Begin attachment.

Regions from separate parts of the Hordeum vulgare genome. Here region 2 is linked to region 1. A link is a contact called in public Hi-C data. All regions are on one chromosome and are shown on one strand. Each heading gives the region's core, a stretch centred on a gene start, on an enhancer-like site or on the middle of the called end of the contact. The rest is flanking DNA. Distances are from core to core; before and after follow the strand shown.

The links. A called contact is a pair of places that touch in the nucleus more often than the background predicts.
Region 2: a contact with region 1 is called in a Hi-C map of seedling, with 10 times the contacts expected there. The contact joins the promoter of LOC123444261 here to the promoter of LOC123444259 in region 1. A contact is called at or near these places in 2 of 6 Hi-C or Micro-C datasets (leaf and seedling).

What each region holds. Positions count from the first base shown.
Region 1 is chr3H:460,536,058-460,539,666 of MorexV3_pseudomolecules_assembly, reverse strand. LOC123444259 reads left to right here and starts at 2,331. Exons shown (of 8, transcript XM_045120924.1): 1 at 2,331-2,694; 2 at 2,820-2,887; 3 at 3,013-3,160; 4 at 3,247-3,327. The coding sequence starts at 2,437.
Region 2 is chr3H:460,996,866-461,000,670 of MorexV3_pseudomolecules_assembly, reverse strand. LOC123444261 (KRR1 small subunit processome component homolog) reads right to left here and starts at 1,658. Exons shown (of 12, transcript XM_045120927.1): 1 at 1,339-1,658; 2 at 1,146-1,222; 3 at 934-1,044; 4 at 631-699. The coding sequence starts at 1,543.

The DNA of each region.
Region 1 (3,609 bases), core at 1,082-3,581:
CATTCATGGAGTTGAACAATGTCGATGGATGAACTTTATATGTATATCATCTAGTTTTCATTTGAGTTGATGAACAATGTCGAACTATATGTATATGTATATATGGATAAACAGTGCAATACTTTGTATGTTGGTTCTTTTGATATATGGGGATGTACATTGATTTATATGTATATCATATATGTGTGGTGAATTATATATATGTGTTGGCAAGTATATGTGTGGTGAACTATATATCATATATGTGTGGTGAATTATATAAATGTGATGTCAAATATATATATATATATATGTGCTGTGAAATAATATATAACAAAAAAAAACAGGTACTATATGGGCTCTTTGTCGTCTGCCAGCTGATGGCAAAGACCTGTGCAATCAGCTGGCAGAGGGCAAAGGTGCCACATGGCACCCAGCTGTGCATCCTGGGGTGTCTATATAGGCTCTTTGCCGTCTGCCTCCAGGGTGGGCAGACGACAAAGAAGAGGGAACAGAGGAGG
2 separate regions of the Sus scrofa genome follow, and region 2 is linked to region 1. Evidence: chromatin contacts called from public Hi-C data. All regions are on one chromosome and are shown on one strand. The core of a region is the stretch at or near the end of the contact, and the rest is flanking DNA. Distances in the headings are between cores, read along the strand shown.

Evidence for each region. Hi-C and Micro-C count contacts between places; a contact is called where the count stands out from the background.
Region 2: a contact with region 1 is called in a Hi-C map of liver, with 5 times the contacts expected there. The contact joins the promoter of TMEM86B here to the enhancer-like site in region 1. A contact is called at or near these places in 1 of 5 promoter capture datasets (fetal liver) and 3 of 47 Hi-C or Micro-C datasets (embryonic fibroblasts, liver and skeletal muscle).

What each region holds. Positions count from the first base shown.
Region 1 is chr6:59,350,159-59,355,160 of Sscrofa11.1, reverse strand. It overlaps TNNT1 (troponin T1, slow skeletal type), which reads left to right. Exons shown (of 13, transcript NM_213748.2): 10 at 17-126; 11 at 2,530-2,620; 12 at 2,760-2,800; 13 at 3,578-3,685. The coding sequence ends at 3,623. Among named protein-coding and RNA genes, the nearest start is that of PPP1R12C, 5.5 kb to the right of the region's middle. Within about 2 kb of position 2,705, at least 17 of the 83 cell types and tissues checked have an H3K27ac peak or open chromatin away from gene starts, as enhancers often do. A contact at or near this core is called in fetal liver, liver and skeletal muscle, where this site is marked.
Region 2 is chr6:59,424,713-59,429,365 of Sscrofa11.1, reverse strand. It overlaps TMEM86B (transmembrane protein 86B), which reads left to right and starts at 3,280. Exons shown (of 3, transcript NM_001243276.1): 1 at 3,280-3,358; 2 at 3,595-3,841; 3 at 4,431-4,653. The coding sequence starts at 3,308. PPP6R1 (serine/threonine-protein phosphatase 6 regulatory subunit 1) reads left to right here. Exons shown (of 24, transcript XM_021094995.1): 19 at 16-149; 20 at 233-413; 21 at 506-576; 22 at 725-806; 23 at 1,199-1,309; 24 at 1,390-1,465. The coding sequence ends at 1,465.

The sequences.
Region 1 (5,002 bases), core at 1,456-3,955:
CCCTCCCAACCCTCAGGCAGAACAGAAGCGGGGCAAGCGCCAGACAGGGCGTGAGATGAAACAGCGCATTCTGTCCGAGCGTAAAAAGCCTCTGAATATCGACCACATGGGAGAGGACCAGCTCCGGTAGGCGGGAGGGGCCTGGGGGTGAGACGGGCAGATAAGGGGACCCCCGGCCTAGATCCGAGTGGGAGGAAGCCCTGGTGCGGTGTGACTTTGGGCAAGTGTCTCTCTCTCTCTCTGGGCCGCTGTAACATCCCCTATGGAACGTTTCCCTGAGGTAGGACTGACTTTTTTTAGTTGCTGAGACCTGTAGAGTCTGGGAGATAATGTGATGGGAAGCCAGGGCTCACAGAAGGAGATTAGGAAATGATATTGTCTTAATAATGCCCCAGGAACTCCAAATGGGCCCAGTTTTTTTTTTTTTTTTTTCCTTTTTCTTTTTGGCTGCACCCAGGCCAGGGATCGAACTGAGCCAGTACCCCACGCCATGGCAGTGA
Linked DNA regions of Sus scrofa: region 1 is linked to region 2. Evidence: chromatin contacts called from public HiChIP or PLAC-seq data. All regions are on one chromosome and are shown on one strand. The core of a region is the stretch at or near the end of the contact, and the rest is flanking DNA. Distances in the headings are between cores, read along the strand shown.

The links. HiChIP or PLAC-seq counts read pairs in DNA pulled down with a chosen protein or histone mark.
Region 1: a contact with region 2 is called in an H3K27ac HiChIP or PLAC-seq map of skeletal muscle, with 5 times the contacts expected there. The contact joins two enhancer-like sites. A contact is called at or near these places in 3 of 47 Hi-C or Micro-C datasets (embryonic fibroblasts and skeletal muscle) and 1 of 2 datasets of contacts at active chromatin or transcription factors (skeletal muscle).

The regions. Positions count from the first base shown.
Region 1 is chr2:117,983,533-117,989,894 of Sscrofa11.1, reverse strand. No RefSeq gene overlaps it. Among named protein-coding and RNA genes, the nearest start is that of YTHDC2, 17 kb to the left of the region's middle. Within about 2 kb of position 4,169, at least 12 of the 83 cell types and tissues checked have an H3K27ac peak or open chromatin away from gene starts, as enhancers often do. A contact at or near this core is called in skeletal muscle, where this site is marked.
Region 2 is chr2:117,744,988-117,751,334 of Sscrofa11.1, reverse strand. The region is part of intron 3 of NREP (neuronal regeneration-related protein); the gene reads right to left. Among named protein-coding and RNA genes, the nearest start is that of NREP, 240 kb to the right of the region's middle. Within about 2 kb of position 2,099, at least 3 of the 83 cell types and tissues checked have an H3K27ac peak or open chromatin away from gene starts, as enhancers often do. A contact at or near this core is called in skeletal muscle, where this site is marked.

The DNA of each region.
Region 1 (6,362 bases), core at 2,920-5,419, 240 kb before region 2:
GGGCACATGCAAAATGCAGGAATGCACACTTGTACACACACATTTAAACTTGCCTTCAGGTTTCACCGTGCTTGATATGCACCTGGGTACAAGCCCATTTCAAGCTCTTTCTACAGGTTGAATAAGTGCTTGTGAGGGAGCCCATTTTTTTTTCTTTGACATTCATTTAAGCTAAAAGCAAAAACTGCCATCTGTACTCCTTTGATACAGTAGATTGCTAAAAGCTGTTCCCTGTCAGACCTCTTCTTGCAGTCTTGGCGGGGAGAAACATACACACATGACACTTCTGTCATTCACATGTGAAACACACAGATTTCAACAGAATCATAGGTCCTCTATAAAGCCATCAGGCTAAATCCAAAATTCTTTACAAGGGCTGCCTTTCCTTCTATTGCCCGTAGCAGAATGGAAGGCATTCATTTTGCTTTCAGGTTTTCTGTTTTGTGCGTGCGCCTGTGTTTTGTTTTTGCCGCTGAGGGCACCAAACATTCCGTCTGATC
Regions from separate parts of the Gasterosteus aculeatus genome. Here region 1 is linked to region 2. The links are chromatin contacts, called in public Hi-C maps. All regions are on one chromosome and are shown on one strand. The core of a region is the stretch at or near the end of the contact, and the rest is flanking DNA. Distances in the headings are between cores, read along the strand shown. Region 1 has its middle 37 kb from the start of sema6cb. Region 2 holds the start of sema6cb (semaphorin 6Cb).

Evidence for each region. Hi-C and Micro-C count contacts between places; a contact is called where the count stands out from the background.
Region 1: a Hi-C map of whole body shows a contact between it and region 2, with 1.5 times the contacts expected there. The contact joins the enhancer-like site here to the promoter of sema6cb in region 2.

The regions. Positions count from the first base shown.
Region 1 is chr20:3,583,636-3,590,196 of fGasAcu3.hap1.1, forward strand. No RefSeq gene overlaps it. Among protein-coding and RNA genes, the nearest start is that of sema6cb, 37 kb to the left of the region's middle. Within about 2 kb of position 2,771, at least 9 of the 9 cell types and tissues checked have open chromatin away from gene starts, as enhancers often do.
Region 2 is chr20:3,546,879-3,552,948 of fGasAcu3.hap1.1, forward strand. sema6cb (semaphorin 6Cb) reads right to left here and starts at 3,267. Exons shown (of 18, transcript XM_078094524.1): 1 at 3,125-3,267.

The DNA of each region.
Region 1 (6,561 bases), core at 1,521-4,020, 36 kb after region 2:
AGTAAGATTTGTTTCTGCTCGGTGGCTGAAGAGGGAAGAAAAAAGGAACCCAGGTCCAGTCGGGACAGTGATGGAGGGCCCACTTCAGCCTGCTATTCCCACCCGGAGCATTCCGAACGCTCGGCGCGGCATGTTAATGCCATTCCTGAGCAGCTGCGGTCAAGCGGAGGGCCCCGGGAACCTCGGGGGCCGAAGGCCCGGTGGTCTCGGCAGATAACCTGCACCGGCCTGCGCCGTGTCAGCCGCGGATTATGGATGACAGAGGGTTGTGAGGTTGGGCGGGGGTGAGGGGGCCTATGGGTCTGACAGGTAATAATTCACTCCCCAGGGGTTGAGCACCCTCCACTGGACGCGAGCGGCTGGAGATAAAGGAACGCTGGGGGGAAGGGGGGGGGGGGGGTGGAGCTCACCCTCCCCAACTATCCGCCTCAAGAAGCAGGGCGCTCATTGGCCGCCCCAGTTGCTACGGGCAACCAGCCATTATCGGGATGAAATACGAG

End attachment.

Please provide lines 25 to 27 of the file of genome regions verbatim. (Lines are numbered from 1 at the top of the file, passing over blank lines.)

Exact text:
The DNA of each region.
Region 1 (6,362 bases), core at 2,920-5,419, 240 kb before region 2:
GGGCACATGCAAAATGCAGGAATGCACACTTGTACACACACATTTAAACTTGCCTTCAGGTTTCACCGTGCTTGATATGCACCTGGGTACAAGCCCATTTCAAGCTCTTTCTACAGGTTGAATAAGTGCTTGTGAGGGAGCCCATTTTTTTTTCTTTGACATTCATTTAAGCTAAAAGCAAAAACTGCCATCTGTACTCCTTTGATACAGTAGATTGCTAAAAGCTGTTCCCTGTCAGACCTCTTCTTGCAGTCTTGGCGGGGAGAAACATACACACATGACACTTCTGTCATTCACATGTGAAACACACAGATTTCAACAGAATCATAGGTCCTCTATAAAGCCATCAGGCTAAATCCAAAATTCTTTACAAGGGCTGCCTTTCCTTCTATTGCCCGTAGCAGAATGGAAGGCATTCATTTTGCTTTCAGGTTTTCTGTTTTGTGCGTGCGCCTGTGTTTTGTTTTTGCCGCTGAGGGCACCAAACATTCCGTCTGATC